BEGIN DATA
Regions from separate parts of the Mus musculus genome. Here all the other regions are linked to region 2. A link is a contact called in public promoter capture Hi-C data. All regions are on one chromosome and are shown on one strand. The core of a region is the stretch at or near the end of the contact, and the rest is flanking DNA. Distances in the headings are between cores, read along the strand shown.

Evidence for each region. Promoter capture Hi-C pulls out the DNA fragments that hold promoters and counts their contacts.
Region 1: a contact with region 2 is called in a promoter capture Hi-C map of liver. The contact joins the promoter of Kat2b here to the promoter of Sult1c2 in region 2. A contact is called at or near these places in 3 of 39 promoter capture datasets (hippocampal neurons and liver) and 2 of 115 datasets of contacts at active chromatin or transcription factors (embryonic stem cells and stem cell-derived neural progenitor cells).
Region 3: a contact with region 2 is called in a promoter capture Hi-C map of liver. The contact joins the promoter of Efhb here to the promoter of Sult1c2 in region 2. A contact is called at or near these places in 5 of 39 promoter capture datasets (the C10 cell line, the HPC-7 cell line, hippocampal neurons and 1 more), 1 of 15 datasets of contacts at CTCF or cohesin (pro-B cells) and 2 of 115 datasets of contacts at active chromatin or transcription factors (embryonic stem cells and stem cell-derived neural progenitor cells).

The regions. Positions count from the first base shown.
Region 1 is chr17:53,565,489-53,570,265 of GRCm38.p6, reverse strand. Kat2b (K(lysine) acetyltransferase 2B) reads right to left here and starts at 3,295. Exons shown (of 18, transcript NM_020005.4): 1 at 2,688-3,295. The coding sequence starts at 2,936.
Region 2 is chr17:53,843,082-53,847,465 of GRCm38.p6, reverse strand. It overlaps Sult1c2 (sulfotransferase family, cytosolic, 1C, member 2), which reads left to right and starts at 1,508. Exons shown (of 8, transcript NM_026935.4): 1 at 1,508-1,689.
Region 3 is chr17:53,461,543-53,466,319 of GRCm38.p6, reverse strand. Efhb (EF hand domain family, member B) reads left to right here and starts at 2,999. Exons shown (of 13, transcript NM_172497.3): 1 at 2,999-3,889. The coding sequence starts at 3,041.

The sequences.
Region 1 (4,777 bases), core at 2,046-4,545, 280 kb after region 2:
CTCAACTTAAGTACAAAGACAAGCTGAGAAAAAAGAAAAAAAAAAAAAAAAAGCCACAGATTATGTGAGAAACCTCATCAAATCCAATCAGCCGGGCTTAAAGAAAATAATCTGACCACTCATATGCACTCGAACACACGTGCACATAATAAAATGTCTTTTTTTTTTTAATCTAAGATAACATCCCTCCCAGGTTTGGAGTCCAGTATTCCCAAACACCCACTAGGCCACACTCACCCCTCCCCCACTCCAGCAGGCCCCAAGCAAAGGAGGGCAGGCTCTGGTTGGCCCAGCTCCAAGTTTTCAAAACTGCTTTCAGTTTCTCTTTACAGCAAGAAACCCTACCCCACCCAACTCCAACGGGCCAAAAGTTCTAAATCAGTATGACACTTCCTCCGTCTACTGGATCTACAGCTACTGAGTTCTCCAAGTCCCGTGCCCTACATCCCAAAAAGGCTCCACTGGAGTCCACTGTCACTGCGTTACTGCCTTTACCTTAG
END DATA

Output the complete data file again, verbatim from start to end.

Regions from separate parts of the Mus musculus genome. Here all the other regions are linked to region 2. A link is a contact called in public promoter capture Hi-C data. All regions are on one chromosome and are shown on one strand. The core of a region is the stretch at or near the end of the contact, and the rest is flanking DNA. Distances in the headings are between cores, read along the strand shown.

Evidence for each region. Promoter capture Hi-C pulls out the DNA fragments that hold promoters and counts their contacts.
Region 1: a contact with region 2 is called in a promoter capture Hi-C map of liver. The contact joins the promoter of Kat2b here to the promoter of Sult1c2 in region 2. A contact is called at or near these places in 3 of 39 promoter capture datasets (hippocampal neurons and liver) and 2 of 115 datasets of contacts at active chromatin or transcription factors (embryonic stem cells and stem cell-derived neural progenitor cells).
Region 3: a contact with region 2 is called in a promoter capture Hi-C map of liver. The contact joins the promoter of Efhb here to the promoter of Sult1c2 in region 2. A contact is called at or near these places in 5 of 39 promoter capture datasets (the C10 cell line, the HPC-7 cell line, hippocampal neurons and 1 more), 1 of 15 datasets of contacts at CTCF or cohesin (pro-B cells) and 2 of 115 datasets of contacts at active chromatin or transcription factors (embryonic stem cells and stem cell-derived neural progenitor cells).

The regions. Positions count from the first base shown.
Region 1 is chr17:53,565,489-53,570,265 of GRCm38.p6, reverse strand. Kat2b (K(lysine) acetyltransferase 2B) reads right to left here and starts at 3,295. Exons shown (of 18, transcript NM_020005.4): 1 at 2,688-3,295. The coding sequence starts at 2,936.
Region 2 is chr17:53,843,082-53,847,465 of GRCm38.p6, reverse strand. It overlaps Sult1c2 (sulfotransferase family, cytosolic, 1C, member 2), which reads left to right and starts at 1,508. Exons shown (of 8, transcript NM_026935.4): 1 at 1,508-1,689.
Region 3 is chr17:53,461,543-53,466,319 of GRCm38.p6, reverse strand. Efhb (EF hand domain family, member B) reads left to right here and starts at 2,999. Exons shown (of 13, transcript NM_172497.3): 1 at 2,999-3,889. The coding sequence starts at 3,041.

The sequences.
Region 1 (4,777 bases), core at 2,046-4,545, 280 kb after region 2:
CTCAACTTAAGTACAAAGACAAGCTGAGAAAAAAGAAAAAAAAAAAAAAAAAGCCACAGATTATGTGAGAAACCTCATCAAATCCAATCAGCCGGGCTTAAAGAAAATAATCTGACCACTCATATGCACTCGAACACACGTGCACATAATAAAATGTCTTTTTTTTTTTAATCTAAGATAACATCCCTCCCAGGTTTGGAGTCCAGTATTCCCAAACACCCACTAGGCCACACTCACCCCTCCCCCACTCCAGCAGGCCCCAAGCAAAGGAGGGCAGGCTCTGGTTGGCCCAGCTCCAAGTTTTCAAAACTGCTTTCAGTTTCTCTTTACAGCAAGAAACCCTACCCCACCCAACTCCAACGGGCCAAAAGTTCTAAATCAGTATGACACTTCCTCCGTCTACTGGATCTACAGCTACTGAGTTCTCCAAGTCCCGTGCCCTACATCCCAAAAAGGCTCCACTGGAGTCCACTGTCACTGCGTTACTGCCTTTACCTTAG